Whereas, for the Fink et al. (2010) “bodily distress syndrome (BDS),” psychological or behavioural characteristics are not part of the criteria: symptom patterns or clusters from organ/body systems (cardiopulmonary; gastrointestinal; musculoskeletal or general symptoms) are central [2]. The diagnosis is exclusively made on the basis of the somatic symptoms, their complexity and duration, with moderate to severe impairment of daily life. There is a “Moderate: single organ” type and a “Severe: multi-organ” type.

The Fink et al. (2010) BDS construct is considered by its authors to have the ability to capture the somatoform disorders, neurasthenia, “functional symptoms” and the so-called “functional somatic syndromes” under a single, unifying disorder construct which subsumes CFS, ME, fibromyalgia and IBS (which are discretely classified within other chapters of ICD-10), noncardiac chest pain, chronic pain disorder, MCS and some others [7][8][9].

(The various so-called specialty “functional somatic syndromes” are considered by the authors to be an artifact of medical specialization and manifestations of a similar, underlying disorder with a common, hypothesized aetiology.)

Contrast this with the S3DWG’s BDD construct, which makes no assumptions about aetiology and does not exclude symptoms associated with general medical conditions; whereas, for Fink et al. BDS, “If the symptoms are better explained by another disease, they cannot be labelled BDS.”

That DSM-5 SSD and Fink et al. (2010) BDS are differently conceptualized, with different criteria sets, potentially capturing different patient populations has been acknowledged by SSD work group chair, Joel E Dimsdale, and by Fink, Henningsen and Creed [10][11]. In the literature, however, one observes frequent instances where the term “bodily distress disorder” has been used when what is actually being discussed within the paper or editorial is the Fink et al. (2010) “bodily distress syndrome (BDS)” disorder construct.

For example, “bodily distress disorder” is used interchangeably with “bodily distress syndrome” in the editorial (Creed et al. 2010): Is there a better term than “medically unexplained symptoms”? [1].

In this (Rief and Isaac 2014) editorial: The future of somatoform disorders: somatic symptom disorder, bodily distress disorder or functional syndromes? the authors are using the term, “bodily distress disorder” while clearly discussing the Fink et al. (2010) BDS construct [12].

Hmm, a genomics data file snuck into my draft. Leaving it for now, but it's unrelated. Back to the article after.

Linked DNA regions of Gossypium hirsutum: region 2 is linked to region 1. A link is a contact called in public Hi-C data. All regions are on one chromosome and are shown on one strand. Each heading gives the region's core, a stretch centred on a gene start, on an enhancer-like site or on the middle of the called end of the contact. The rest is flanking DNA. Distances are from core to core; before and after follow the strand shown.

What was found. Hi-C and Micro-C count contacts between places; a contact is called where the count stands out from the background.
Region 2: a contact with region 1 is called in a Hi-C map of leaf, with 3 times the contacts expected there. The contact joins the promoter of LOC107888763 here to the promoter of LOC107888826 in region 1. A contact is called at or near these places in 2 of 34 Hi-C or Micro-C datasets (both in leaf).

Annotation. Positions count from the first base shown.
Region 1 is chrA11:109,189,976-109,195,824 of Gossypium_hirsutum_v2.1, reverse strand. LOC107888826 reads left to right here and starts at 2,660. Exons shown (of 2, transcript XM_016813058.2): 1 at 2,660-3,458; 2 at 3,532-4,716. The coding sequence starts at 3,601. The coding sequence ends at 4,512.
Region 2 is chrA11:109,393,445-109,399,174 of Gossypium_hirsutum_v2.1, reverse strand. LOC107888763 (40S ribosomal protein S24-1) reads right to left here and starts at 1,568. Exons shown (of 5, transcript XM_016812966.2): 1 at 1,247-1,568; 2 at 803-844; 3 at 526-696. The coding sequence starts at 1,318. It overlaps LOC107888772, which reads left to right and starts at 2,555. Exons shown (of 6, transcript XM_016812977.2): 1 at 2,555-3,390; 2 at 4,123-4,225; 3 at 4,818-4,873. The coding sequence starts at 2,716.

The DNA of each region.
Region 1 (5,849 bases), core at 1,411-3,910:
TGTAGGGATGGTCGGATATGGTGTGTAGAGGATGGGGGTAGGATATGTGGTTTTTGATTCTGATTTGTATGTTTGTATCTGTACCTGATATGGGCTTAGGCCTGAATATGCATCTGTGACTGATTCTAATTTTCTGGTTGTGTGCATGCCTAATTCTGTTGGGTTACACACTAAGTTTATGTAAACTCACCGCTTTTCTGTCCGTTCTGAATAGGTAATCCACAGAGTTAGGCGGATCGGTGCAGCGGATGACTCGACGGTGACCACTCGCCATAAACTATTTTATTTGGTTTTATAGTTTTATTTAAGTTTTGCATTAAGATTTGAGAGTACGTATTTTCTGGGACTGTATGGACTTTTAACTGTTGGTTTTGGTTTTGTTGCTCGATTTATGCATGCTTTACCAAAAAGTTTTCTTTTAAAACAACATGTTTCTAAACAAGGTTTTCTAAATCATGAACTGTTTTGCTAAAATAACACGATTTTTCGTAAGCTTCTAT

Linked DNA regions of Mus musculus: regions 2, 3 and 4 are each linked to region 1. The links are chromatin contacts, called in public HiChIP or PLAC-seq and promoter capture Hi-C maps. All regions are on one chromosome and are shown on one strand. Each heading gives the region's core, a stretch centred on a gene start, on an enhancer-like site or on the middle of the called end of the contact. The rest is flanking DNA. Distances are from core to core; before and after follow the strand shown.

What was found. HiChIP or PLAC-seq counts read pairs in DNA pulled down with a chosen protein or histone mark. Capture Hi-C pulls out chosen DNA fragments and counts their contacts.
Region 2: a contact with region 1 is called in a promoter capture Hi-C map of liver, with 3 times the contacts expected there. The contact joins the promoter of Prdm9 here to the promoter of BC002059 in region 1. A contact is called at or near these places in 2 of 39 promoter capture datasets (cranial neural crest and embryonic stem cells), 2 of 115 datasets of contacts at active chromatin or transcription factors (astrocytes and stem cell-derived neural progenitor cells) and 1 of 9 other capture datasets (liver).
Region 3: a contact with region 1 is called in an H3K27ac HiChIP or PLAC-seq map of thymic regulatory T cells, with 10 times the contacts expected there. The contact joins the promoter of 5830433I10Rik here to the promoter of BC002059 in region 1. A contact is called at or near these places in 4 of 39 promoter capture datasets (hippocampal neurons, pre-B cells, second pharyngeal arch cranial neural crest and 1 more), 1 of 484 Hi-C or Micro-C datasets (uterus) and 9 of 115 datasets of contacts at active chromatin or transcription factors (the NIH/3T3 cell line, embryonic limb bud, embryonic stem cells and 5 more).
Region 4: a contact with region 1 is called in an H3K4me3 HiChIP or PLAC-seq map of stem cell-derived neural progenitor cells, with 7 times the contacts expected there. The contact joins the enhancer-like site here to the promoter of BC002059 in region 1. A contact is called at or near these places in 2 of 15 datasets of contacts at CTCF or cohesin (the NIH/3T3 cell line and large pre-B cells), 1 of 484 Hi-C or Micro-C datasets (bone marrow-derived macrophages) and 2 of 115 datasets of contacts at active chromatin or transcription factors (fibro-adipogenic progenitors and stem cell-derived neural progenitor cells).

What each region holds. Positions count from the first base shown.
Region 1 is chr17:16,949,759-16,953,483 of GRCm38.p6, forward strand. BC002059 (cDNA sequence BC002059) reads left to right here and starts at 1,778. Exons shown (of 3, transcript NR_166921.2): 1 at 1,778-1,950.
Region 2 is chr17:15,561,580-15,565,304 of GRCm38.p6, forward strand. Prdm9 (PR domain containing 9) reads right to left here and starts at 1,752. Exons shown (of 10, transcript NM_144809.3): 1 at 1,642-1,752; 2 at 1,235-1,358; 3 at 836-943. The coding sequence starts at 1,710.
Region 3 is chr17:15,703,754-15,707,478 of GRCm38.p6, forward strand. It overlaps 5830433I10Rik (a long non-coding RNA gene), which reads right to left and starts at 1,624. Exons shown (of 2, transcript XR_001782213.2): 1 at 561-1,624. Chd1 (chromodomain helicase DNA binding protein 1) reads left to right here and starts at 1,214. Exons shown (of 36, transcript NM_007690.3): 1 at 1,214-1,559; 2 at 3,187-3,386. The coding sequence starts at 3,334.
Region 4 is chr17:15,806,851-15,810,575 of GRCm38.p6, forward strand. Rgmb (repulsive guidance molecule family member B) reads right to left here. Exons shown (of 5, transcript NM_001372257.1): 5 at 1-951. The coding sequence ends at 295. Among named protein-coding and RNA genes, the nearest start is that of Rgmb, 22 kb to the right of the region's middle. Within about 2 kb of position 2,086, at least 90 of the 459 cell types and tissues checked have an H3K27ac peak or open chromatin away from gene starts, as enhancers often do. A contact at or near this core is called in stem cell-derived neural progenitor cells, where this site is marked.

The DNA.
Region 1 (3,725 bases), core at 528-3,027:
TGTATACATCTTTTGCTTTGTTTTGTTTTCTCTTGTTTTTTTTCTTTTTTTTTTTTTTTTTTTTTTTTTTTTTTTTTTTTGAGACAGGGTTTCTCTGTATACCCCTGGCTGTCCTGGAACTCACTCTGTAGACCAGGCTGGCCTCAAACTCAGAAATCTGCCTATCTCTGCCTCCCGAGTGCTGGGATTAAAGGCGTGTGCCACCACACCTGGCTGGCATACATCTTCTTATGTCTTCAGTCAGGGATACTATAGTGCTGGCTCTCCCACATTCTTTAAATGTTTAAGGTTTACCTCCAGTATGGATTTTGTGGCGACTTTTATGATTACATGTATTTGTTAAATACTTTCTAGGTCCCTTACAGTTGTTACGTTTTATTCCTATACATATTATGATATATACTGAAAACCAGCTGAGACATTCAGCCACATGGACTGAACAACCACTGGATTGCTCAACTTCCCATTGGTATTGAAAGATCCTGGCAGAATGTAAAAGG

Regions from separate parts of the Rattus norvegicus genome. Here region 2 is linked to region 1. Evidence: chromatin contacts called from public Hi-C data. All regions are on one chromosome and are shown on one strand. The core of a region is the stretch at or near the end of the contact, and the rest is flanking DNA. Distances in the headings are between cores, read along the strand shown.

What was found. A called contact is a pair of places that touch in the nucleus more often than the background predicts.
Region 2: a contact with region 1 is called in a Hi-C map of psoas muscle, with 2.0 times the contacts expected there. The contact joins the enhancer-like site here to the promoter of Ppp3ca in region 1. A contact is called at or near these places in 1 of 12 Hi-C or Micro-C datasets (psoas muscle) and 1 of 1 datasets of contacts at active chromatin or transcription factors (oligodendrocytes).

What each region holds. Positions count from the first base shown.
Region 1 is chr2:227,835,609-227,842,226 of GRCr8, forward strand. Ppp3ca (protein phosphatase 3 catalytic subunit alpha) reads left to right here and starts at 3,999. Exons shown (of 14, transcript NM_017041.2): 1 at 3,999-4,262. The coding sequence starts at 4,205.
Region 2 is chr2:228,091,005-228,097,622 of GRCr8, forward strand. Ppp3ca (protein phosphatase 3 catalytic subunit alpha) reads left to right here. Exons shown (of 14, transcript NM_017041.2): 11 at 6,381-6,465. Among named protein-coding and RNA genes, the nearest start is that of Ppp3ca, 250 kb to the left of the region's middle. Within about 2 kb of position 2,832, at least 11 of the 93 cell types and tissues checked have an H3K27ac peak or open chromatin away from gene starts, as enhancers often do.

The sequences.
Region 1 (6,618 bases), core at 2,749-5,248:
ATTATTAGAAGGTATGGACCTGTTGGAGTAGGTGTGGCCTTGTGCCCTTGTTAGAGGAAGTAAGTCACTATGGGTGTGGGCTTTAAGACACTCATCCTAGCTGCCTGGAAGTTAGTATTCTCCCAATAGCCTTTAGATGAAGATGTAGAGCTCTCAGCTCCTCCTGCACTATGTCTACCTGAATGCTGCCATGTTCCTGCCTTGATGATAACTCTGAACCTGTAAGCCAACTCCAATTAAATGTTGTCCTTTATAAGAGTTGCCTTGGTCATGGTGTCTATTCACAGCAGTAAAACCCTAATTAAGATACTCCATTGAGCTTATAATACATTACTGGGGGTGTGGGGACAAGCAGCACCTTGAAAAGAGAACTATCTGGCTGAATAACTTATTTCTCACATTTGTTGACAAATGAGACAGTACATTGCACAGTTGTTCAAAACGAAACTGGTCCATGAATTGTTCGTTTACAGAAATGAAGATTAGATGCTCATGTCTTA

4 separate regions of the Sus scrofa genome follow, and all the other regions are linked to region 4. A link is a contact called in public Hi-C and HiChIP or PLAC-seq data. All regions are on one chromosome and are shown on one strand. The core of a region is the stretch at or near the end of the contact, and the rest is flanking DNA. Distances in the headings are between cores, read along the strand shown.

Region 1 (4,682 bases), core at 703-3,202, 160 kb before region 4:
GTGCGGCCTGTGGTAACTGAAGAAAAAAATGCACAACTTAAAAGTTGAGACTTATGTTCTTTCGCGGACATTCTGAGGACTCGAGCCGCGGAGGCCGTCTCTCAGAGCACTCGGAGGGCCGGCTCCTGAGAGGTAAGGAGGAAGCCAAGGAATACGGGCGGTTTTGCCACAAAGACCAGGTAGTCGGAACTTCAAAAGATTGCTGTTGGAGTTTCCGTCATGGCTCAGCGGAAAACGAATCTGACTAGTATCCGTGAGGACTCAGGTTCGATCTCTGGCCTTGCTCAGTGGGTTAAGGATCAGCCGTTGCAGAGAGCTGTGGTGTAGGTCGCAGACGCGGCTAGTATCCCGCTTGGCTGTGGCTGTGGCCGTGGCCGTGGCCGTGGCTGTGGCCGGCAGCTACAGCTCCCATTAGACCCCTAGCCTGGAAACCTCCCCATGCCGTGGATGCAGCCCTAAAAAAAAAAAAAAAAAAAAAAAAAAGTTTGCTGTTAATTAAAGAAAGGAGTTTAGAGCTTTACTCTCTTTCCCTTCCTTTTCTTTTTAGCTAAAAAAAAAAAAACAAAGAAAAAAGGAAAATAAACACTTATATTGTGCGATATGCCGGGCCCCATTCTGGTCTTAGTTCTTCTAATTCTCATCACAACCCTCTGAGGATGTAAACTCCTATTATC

The S3DWG’s proposed term is seen, here, as “Bodily distress disorder (Fink and Schroder 2010)” in Slide #3 of the symposium presentation: An introduction to “medically unexplained” persistent physical symptoms. (Professor Trudie Chalder, Department of Psychological Medicine, King’s Health Partners, 2014) [13].

This recent paper: Medium- and long-term prognostic validity of competing classification proposals for the former somatoform disorders (Schumacher et al. 2017) compares prognostic validity of DSM-5 “somatic symptom disorder (SSD)” with “bodily distress disorder (BDD)” and “polysymptomatic distress disorder (PSDD)” and discusses their potential as alternatives to SSD for the replacement of the somatoform disorders for the forthcoming ICD-11 [14].

The authors state, “the current draft of the WHO group is based on the BDD proposal.” But the authors have confirmed that for their study, they had operationalized “Bodily distress disorder based on Fink et al. 2007” [15].

In the (Fink et al. 2007) paper: Symptoms and syndromes of bodily distress: an exploratory study of 978 internal medical, neurological, and primary care patients, the authors conclude: “We identified a general, distinct, bodily distress syndrome or disorder that seems to encompass the various functional syndromes advanced by different medical specialties as well as somatization disorder and related diagnoses of the psychiatric classification.”

There are other examples in the literature and in the field. But these suffice to demonstrate that the term, “bodily distress disorder” is already used synonymously with disorder term “bodily distress syndrome (BDS)” and that researchers/clinicians, including Fink et al., do not differentiate between the two.

If researchers/clinicians do not differentiate between “bodily distress syndrome” and “bodily distress disorder” (and in some cases, one observes the conflations, “bodily distress syndrome or disorder” and “bodily distress syndrome/disorder”), has the S3DWG considered the difficulties and implications for maintaining the discrete identity of its proposed disorder, once ICD-11 is in the hands of its end users – clinicians, allied health professionals and coders; or considered the implications for patients and the particular vulnerability of those diagnosed with one of the so-called, “functional somatic syndromes”; or the implications for data reporting and analysis?

The S3DWG presented its emerging proposals for subsuming most of the ICD-10 somatoform disorder categories between F45.0 – F45.9, and F48.0 Neurasthenia, under a new single category which it proposes to call “bodily distress disorder (BDD)” in 2012 [3] and again in 2016 [4].

Thus far, the S3DWG has published no rationale for its recommendation to repurpose a disorder term already strongly associated with the Fink et al. (2010) disorder construct.

Neither has the group discussed nor acknowledged within its papers the implications for confusion and conflation between its own SSD- like “BDD” construct and the Fink et al. “bodily distress syndrome (BDS).”